A Regulation for Maintenance Organisations
By RC (Bob) Williams
JAR-145 is a regulation first published in 1991 which addresses the requirements to be met by a maintenance organisation that wishes to maintain aircraft, components or equipment used in commercial air transportation.
Under the JAA regulations, only organisations that are certificated under JAR-145 may carry out maintenance of such aircraft, components and equipment. This is unlike FAR in that a JAA airline or air taxi organisation may only maintain its aircraft if it holds a JAR-145 approval. This philosophy is based on the concept that there should only be one standard for maintenance of aircraft used in commercial air transportation.
It also follows that the JAA airline or air taxi organisation need not be JAR-145 approved if it prefers to use another JAR-145 approved organisation on a contract basis. Irrespective of who will maintain the aircraft, the JAA member Authority must approve any maintenance arrangement, once compliance has been established, with the relevant regulations.
JAR-145 has been subjected to six amendments since 1991 and the current version known as the change 2 version reflects the need to ensure if not improve safety standards for the travelling public. It also reflects the changing technology and methodology of the aviation industry. It is worth noting that two further amendments are in process at this time.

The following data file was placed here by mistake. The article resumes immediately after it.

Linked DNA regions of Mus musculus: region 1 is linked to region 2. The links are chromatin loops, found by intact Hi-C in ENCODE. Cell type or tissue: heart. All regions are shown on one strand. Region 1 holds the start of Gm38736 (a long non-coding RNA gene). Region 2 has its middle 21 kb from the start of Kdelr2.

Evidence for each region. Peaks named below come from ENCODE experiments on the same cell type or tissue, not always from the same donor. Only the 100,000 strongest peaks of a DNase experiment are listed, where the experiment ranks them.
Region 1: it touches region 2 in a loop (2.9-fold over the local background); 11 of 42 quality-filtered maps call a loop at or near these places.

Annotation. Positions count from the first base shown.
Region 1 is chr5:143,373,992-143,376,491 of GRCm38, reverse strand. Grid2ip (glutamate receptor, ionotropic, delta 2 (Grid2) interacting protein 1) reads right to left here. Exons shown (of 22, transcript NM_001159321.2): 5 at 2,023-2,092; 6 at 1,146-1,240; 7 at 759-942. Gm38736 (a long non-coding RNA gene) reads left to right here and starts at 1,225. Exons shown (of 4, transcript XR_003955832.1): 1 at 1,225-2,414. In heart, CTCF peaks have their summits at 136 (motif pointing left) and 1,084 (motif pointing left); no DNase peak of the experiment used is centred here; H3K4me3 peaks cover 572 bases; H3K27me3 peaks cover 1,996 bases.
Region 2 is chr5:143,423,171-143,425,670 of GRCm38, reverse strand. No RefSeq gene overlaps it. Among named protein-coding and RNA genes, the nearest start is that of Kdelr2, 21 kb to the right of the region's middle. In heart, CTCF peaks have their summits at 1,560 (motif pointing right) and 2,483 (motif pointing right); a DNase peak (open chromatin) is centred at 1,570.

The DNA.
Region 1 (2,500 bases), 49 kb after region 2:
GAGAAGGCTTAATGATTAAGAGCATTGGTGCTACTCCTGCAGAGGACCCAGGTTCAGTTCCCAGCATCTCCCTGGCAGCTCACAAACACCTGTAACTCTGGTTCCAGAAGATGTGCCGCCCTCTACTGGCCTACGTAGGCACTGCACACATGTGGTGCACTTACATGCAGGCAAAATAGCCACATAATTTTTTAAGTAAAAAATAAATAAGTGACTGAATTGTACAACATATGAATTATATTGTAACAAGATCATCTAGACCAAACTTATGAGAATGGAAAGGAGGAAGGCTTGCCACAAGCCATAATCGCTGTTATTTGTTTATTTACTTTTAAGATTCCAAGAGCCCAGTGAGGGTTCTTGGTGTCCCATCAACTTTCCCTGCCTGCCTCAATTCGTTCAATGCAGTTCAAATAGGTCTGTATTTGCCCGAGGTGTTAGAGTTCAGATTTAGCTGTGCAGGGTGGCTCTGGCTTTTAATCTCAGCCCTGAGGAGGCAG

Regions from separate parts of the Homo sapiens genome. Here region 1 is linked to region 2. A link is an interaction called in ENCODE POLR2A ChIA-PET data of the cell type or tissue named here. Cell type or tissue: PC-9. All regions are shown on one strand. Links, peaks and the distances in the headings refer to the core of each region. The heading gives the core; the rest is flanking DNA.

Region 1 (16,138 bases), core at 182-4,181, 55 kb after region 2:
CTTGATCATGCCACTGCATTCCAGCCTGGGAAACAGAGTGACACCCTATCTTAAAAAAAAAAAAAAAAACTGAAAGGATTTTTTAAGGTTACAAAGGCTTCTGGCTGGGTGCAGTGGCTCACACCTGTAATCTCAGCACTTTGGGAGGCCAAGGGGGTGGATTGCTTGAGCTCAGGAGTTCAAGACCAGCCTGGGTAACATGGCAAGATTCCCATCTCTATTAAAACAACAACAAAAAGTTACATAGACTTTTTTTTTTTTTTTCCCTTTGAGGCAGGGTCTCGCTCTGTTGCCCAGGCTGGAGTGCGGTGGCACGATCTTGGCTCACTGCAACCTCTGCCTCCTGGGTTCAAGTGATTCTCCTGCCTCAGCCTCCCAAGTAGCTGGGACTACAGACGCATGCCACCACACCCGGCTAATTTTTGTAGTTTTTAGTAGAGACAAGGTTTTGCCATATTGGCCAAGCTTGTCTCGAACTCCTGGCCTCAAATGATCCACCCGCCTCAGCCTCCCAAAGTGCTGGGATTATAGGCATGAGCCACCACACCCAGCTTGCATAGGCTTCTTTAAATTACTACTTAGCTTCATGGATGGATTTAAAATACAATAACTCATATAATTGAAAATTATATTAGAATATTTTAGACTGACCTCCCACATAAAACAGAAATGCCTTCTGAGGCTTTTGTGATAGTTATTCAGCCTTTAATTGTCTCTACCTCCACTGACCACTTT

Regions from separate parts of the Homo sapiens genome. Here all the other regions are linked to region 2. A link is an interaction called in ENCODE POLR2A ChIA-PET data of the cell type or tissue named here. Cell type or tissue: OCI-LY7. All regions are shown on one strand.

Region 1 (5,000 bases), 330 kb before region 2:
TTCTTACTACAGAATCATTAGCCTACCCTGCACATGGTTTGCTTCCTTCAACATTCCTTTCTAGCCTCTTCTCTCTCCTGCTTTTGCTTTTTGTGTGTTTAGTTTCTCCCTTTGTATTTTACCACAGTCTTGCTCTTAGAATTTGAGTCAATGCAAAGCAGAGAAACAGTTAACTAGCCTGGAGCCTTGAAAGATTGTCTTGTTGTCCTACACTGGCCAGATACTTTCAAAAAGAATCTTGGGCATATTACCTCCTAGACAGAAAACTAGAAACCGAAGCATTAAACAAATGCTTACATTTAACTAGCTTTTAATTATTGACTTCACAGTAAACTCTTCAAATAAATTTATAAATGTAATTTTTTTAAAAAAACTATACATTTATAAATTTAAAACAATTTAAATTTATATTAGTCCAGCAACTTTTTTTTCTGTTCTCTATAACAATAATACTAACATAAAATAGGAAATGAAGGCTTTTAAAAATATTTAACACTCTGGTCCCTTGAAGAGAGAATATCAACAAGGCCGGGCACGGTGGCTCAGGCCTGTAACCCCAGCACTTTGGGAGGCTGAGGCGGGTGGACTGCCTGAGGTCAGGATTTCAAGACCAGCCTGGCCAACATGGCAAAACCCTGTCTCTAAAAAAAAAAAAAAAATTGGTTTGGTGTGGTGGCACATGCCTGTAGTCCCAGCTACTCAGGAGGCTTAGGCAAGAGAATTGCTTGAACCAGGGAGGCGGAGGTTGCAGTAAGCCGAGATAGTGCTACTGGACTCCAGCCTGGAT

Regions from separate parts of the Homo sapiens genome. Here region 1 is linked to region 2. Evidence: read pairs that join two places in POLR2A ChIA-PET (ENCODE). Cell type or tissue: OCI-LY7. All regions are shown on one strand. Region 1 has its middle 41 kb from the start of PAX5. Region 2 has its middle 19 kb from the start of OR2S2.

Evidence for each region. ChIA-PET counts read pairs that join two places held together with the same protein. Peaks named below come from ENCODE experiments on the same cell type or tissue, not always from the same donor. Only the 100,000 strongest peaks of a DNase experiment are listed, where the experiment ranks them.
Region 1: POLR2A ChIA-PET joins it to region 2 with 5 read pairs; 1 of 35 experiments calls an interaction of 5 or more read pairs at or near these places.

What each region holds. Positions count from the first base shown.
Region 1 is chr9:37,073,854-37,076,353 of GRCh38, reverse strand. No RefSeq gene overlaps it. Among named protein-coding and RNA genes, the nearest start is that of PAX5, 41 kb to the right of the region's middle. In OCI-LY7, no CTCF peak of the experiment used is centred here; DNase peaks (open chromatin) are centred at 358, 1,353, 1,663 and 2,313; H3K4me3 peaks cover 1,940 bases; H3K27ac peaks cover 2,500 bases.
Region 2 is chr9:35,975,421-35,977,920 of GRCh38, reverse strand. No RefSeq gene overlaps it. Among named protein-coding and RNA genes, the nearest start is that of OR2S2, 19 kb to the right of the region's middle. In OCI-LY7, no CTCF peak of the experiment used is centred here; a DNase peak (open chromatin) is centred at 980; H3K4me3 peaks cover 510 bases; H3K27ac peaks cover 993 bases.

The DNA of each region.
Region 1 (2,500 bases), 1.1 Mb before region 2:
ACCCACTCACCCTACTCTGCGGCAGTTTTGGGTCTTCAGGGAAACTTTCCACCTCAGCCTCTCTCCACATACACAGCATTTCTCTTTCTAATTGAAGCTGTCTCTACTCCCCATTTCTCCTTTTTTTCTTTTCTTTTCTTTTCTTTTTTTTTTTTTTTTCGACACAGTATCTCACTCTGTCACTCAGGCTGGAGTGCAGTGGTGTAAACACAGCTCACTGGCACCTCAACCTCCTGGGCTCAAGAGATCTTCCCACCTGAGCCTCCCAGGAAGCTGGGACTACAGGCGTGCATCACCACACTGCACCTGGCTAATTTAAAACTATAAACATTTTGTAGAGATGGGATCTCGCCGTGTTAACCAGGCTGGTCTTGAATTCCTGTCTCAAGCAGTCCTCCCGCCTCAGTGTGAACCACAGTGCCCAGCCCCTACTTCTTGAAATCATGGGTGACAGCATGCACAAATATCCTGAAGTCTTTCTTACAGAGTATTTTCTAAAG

Turning to the issue of the impact of JAR-145 on USA-based FAR-145 repair stations — it is worth remembering that 145 was, and still is, developed in co-operation with the FAA and based where ever possible upon FAR-145. In reality JAR-145 is an updated version of FAR-145 and it only remains for the proposed FAR 145 NPRM to get off of the political agenda to re-align the two regulations.
On the assumption that the reader understands FAR-145, the remainder of this article will concentrate on the differences between FAR and JAR-145 as seen from a JAA point of view, starting with the most significant.
JAR-145 required a working quality system rather than the inspection system specified in FAR-145. It's worth noting that FAR-121 Subpart L requires a quality system for air carriers. This difference is not intended to suggest that there is anything wrong with inspection systems. In fact, a repair station can combine the quality with the inspection system.
The advantage of a quality system is the ability , or the intended ability, of such a system to make a complete overview of a repair station in an endeavour to minimise problems from arising — thereby improving efficiency and safety.
The quality system required by JAR-145 is not a total quality system but more of a quality audit and follow-up system. This system operates independently of the routine maintenance and inspection system.